Comments on the Medicare Advantage-Prescription Drug (MA-PD), Cost-Based Plan, and Stand Alone Prescription Drug Plan (PDP)
The Biotechnology Industry Organization (BIO) appreciates this opportunity to comment on the Centers for Medicare & Medicaid Services’ (CMS) Draft 2009 Medicare Advantage (MA), Medicare Advantage-Prescription Drug (MA-PD), Cost-Based Plan, and Stand Alone Prescription Drug Plan (PDP) Call Letter released on the CMS web site on January 16, 2008.</p>
Re: Comments on Draft CY 2009 Call Letter
Dear Dr. Tudor:
The Biotechnology Industry Organization (BIO) appreciates this opportunity to comment on the Centers for Medicare & Medicaid Services’ (CMS) Draft 2009 Medicare Advantage (MA), Medicare Advantage-Prescription Drug (MA-PD), Cost-Based Plan, and Stand Alone Prescription Drug Plan (PDP) Call Letter released on the CMS web site on January 16, 2008. BIO is the largest trade organization to serve and represent the biotechnology industry in the United States and around the world. BIO represents more than 1,100 biotechnology companies, academic institutions, state biotechnology centers, and related organizations in the United States. BIO members are involved in the research and development of health care, agricultural, industrial and environmental biotechnology products.
BIO represents an industry that is devoted to discovering and ensuring patient access to new and innovative therapies. As such, BIO strongly supports the Medicare Part D benefit, and we greatly appreciate CMS’ continued efforts to implement and improve upon this successful program, which has delivered increased prescription drug access and savings to millions of our nation’s seniors. It is in this spirit that we offer the following comments on the CY 2009 Draft Part D Call Letter:
1 Draft CY 2009 Call Letter, January 16, 2008, available at: http://www.cms.hhs.gov/PrescriptionDrugCovContra/Downloads/CallLetter.pdf.
I. FORMULARY, A. Six Classes of Clinical Concern (pg. 54-55)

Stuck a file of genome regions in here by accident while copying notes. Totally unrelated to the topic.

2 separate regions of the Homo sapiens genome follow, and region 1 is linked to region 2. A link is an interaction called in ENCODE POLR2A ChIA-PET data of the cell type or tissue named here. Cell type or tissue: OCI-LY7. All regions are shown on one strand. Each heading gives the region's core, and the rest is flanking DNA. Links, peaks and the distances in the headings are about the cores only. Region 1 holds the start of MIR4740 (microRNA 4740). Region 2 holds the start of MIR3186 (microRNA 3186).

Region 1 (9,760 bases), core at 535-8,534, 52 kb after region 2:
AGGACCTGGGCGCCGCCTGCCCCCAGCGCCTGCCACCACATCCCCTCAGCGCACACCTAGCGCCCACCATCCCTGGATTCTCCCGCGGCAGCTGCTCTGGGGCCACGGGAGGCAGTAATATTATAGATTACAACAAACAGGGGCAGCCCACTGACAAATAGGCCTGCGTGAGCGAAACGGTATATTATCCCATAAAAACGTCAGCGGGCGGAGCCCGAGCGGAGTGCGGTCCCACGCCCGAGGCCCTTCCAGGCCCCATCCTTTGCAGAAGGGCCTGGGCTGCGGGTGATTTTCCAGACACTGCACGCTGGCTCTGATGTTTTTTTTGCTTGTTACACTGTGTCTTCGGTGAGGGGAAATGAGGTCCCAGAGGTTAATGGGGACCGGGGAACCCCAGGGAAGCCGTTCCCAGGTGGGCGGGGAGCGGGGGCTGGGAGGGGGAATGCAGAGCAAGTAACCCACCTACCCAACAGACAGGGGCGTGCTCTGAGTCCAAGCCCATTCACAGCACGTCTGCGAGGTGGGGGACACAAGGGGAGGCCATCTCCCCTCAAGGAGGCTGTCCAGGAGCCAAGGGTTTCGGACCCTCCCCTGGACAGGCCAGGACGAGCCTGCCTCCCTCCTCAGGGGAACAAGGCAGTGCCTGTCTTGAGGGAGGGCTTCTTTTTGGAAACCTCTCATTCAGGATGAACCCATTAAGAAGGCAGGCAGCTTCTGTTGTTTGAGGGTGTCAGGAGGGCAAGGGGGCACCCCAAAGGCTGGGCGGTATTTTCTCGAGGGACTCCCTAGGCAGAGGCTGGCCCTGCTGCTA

BIO appreciates and strongly supports CMS’ decision to extend the “all or substantially all” formulary guidance into the 2009 plan year, and urges the agency to make it permanent. We believe that this policy has played an important role in assuring that many of the most vulnerable Medicare beneficiaries have access to the therapies they need under Part D. BIO requests that CMS continue to monitor beneficiary access to all drugs and biologicals within the six protected classes. Specifically, we urge CMS to ensure that enrollees have access to the latest therapies approved after the April 21, 2008 plan formulary submission deadline. We also urge CMS to include combination therapies, as well as all package sizes, product strengths, and formulations of drugs and biologicals that fall under the classes.
In addition, BIO agrees with CMS’ determination, based on experience with Part D to date, that physicians should be provided “wide discretion”2 in initiating antiretroviral therapy, and supports the agency’s policy of prohibiting plans from subjecting HIV/AIDS drugs to utilization management tools in 2009 without exception. However, BIO notes that such discretion is important to prescribers of drugs and biological therapies in the other protected classes as well. Two examples illustrate the point that for high-risk populations, access to appropriate medications can significantly improve patient care. Cancer treatment is highly complex, and the types of therapies used in oncology continue to evolve rapidly. Antineoplastics may be used for more than one organ system, for more than one type of cancer, for different stages of diseases, and often in combination with other agents, and thus, affording access to the range of therapies available is critical to medical decision-making. In the neurosciences, a wide array of effective treatments should be available because of the treatments that are equally effective in general for the entire population, many of them are not equally effective for significant subgroups. As such, BIO strongly urges CMS not to permit plans to impose utilization management tools on any therapies in the six protected classes in a manner that will impede patient access to needed medications in any way.